Samos – Sunny in Spring

Fisherman's Quay Kusadasi

I actually got sunburnt last Friday, and that never happens, but we took a day trip to Samos to stock up on piggy products and spices you can’t get here and it was a glorious sunny day and I was glowing when we got off the boat back in Kusadasi.

The regular daily return ferry crossings to Samos started again on the 1st April, leaving Kusadasi at 9am and starting back from Vathi Harbour on Samos at 5pm.

The price has gone up this year and Meander Travel are currently charging 40 Euros return inclusive of port tax but I think from May 1st this price will be exclusive of port tax so expect to pay an additional 10 Euros from that date.

Gypsy Hill Kusadasi early morning

The mood in Samos was very different from our last visit last summer. Back last August we took a three day break to the island and were depressed by the atmosphere, the tourist numbers were down, the interisland ferry service was struggling, there was a palpable air of doom and gloom and as I wrote at the time the feeling was one of the morning after a massive party and nobody wanted to clear the mess up. The economic crisis was biting and people were angry.

Fast forward six months and whilst there are obvious signs of the ongoing economic struggle the mood was lighter, more optimistic and in the bright spring sunshine Samos was more welcoming than it was last year.

Coming into Vathi Harbour, Samos

There were less flash cars and motorbikes on the island and one of the big supermarkets in town was closing down but there were a lot more smiles from people, lots of very genuine and unsolicited offers of help and advice. It seems almost as if Greece is remembering what it is like to be Greek – the waterfall of European money has stopped and it is time to pull the belt in but being Greek is about laughing in the sun, loving the simple pleasures of food and family and welcoming guests. The gold plated pension plan may have gone for ever but the lifestyle remains as golden as ever on the blue fringed islands under the Aegean sun.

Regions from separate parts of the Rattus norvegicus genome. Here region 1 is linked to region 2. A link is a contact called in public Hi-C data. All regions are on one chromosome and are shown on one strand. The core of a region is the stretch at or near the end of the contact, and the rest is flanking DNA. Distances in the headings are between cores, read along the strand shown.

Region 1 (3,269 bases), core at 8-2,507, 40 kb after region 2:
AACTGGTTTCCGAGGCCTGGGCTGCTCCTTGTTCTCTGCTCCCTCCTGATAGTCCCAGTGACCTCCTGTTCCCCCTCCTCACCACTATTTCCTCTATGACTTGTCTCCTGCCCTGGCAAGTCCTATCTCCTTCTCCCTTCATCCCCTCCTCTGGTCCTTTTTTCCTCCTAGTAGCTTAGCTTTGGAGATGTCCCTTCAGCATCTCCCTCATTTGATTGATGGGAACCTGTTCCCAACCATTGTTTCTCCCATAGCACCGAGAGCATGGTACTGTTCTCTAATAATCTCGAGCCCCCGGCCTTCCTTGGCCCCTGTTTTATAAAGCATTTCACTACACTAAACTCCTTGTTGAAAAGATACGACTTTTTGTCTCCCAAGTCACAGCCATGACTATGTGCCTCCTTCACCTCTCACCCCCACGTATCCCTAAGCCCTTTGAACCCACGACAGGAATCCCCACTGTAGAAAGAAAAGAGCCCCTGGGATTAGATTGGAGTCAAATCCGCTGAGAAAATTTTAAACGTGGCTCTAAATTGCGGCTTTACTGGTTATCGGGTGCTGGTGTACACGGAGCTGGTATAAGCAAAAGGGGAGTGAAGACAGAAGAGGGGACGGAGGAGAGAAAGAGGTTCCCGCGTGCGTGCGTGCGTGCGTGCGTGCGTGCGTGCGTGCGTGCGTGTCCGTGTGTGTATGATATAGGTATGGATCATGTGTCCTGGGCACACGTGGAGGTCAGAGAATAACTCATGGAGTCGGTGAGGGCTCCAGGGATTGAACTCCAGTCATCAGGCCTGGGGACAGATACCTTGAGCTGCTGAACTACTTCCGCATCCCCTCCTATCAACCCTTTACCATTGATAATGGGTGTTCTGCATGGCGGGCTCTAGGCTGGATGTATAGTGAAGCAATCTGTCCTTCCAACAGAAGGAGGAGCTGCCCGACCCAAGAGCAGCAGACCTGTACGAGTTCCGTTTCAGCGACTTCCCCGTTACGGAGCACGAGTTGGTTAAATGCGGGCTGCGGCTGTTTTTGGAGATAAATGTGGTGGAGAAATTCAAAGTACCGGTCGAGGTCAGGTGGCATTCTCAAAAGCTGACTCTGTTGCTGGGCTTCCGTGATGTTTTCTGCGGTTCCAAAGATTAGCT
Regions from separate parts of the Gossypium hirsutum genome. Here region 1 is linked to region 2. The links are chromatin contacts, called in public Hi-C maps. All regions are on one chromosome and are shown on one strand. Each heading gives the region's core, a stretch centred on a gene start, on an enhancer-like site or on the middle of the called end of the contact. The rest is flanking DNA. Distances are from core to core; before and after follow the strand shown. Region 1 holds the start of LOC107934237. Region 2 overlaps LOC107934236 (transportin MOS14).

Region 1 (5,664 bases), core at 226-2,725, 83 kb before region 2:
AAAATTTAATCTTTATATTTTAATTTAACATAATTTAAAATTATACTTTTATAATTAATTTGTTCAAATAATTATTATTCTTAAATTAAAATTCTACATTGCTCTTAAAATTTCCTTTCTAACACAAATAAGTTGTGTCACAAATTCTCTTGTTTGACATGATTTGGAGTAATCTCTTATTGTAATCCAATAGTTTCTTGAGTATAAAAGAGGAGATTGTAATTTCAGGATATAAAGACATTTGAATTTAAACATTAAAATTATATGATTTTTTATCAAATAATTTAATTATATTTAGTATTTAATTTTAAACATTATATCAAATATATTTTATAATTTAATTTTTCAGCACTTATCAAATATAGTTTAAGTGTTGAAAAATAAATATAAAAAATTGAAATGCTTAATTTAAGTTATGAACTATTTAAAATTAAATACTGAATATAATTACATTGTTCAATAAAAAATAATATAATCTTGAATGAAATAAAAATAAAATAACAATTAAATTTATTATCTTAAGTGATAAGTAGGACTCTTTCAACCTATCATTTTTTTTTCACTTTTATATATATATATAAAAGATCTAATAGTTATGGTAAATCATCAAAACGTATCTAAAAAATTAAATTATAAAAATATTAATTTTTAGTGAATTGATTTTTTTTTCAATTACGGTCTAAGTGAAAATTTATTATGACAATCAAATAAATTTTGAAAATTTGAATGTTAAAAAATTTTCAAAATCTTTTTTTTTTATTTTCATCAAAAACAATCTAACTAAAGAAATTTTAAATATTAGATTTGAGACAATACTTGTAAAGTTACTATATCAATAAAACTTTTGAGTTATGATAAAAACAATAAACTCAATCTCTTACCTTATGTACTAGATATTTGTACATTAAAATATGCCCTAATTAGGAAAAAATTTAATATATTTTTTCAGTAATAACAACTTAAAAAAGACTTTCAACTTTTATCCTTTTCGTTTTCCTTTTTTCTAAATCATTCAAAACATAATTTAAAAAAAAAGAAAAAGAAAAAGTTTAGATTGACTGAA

Samos still isn’t the cheapest place to visit and a coffee will set you back 3 Euros but it’s worth the trip currently just to see the amazing hand made Easter Eggs and the Easter displays in all the shops. They make Turkish celebrations look muted and low key!

Colourful easter eggs, Samos

There are a few tourists about but Easter is a family holiday in Greece and the squares and parks were full of families enjoying the Easter break.

I visited the beautiful Greek Orthodox Church in the centre of town and lit a candle for Phil and had a little cry in the heavily decorated and wonderfully lavish interior under the peaceful stare of painted saints and the calm gaze of multiple Madonna.

It was a nice day on the island, we didn’t hire a car this time, just walked around Vathi and admired the window displays of sweet treats, dyed eggs on twig trees, legions of fluffy chicks and proud chocolate bunnies that carried baskets of foil wrapped sweets. All very, very, tempting.

Easter Egg Display - Samos

After a leisurely lunch at my favourite harbour side taverna we explored the back streets where secret gardens were blooming with wisteria and pale fat lemons hung heavy on the trees. No matter where you went though you couldn’t escape the run up to Easter and despite the sunshine and the blooming gardens and the pretty houses leading down to the harbour Samos at this time of year is mainly about the chocolate!

* * * * * * * * *

Tomorrow it will be three years since Phil died. We never made much of specific dates; we didn’t particularly celebrate Wedding Anniversaries and certainly not Valentines Day because as he said, “I love you every day!” Tomorrow will be as sad a day as today, because I miss him every day.

They say time is a great healer, I don’t think so in my case, three years later, still broken but faking it well.